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In This Issue of JAMA Neurology
December 2019

Highlights

JAMA Neurol. 2019;76(12):1411. doi:10.1001/jamaneurol.2018.3021

Research

Previous studies have suggested that head trauma in men may be associated with testosterone deficiency and erectile dysfunction (ED) through mechanisms that likely include damage to the pituitary; however, it is not known if multiple concussive events are associated with more testosterone deficiency and a greater frequency of ED. Professional US-style football players may be at increased risk because of high numbers of head injuries experienced during their careers. In a cross-sectional study of 3409 former players, Grashow and coauthors found that concussion symptoms during professional play were significantly associated with current self-reported low testosterone levels and ED. Men who have experienced head injuries may benefit from discussions with their health care clinicians regarding these treatable conditions.

Author Audio Interview

CME

Patients with cerebral venous thrombosis (CVT) are at risk of recurrent venous thrombotic events and progressive brain ischemia. While vitamin K antagonists are recommended for anticoagulation after CVT, direct non–vitamin K oral anticoagulants have been used off-label for patients with CVT with some success in small nonrandomized studies. In an open-label randomized clinical trial of 120 patients with CVT, Ferro and coauthors compared dabigatran, 150 mg twice daily, with dose-adjusted warfarin for the prevention of recurrent events. The authors found no recurrent venous thrombotic events in patients randomized to either dabigatran or warfarin. One major bleeding event was recorded among users of dabigatran and 2 among users of warfarin, suggesting that both dabigatran and dose-adjusted warfarin may be safe options to prevent recurrent venous thrombotic events in patients with CVT.

Dual antiplatelet therapy with clopidogrel-aspirin is effective for minor ischemic stroke and transient ischemic attack (TIA), but the optimal duration of this dual antiplatelet therapy is unknown. Using pooled individual patient-level data from 2 randomized clinical trials (5170 patients from the Clopidogrel in High-Risk Patients With Acute Non-Disabling Cerebrovascular Events [CHANCE] trial and 4881 patients from the Platelet-Oriented Inhibition in New TIA and Minor Ischemic Stroke [POINT] trial), Pan and coauthors found that early, short-term clopidogrel-aspirin treatment reduced the risk of major ischemic events without increasing the risk of major hemorrhage in patients with minor stroke or TIA and that the main net clinical benefit of dual antiplatelet therapy occurred within the first 21 days.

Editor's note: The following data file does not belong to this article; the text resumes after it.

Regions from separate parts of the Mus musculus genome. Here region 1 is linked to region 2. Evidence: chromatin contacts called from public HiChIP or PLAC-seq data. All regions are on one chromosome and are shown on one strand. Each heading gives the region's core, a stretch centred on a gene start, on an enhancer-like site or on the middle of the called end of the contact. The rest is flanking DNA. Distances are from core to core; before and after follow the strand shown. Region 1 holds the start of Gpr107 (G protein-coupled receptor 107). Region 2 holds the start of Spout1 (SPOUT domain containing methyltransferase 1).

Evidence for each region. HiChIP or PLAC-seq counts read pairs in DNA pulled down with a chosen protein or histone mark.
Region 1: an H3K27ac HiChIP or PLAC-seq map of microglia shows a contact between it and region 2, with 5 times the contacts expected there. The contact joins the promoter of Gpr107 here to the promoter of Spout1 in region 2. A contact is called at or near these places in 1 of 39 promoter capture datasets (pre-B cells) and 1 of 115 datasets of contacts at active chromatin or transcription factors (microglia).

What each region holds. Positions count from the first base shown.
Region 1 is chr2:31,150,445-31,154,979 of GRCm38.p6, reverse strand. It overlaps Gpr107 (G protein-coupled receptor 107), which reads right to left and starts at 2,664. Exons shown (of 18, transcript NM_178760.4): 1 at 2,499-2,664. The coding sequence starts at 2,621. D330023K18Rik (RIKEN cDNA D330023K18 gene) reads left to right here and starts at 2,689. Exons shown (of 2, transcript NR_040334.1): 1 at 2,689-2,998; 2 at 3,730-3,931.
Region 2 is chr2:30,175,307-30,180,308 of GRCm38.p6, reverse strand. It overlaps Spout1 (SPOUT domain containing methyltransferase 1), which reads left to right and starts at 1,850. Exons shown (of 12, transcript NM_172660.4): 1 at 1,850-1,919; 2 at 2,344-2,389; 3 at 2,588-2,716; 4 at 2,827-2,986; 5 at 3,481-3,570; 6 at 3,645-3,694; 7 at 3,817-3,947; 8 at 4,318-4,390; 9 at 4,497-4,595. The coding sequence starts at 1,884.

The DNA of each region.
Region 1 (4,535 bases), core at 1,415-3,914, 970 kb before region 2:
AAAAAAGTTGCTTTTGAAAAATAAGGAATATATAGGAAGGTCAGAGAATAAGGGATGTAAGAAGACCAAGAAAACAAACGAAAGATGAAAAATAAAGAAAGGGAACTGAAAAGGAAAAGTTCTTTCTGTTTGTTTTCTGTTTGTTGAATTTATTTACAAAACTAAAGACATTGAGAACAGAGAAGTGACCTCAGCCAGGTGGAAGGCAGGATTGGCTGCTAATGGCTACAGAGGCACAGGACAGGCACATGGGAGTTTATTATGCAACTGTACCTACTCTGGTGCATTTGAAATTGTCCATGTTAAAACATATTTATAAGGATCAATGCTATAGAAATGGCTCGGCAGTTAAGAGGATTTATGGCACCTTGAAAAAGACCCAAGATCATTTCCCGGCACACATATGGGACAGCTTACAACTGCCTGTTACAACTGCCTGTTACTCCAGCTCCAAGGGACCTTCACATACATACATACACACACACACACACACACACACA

CME

Clinical Review & Education

Developing new diagnostic and therapeutic tools for central nervous system disorders requires conducting human neural device research. Conducting such research ethically is vital to progress in the field. Hendriks and coauthors analyze existing regulations and standard practices to address analysis of risk, informed consent, and potential posttrial responsibilities for research participants in human neural device studies. Although many of the ethical challenges identified and analyzed are not unique to neural device studies (eg, determining patient capacity to provide informed consent, ensuring that patients know that participation is voluntary), the authors note some unique features, including the importance of communicating potential posttrial care needs and costs to maintain or remove neural devices to the patient.

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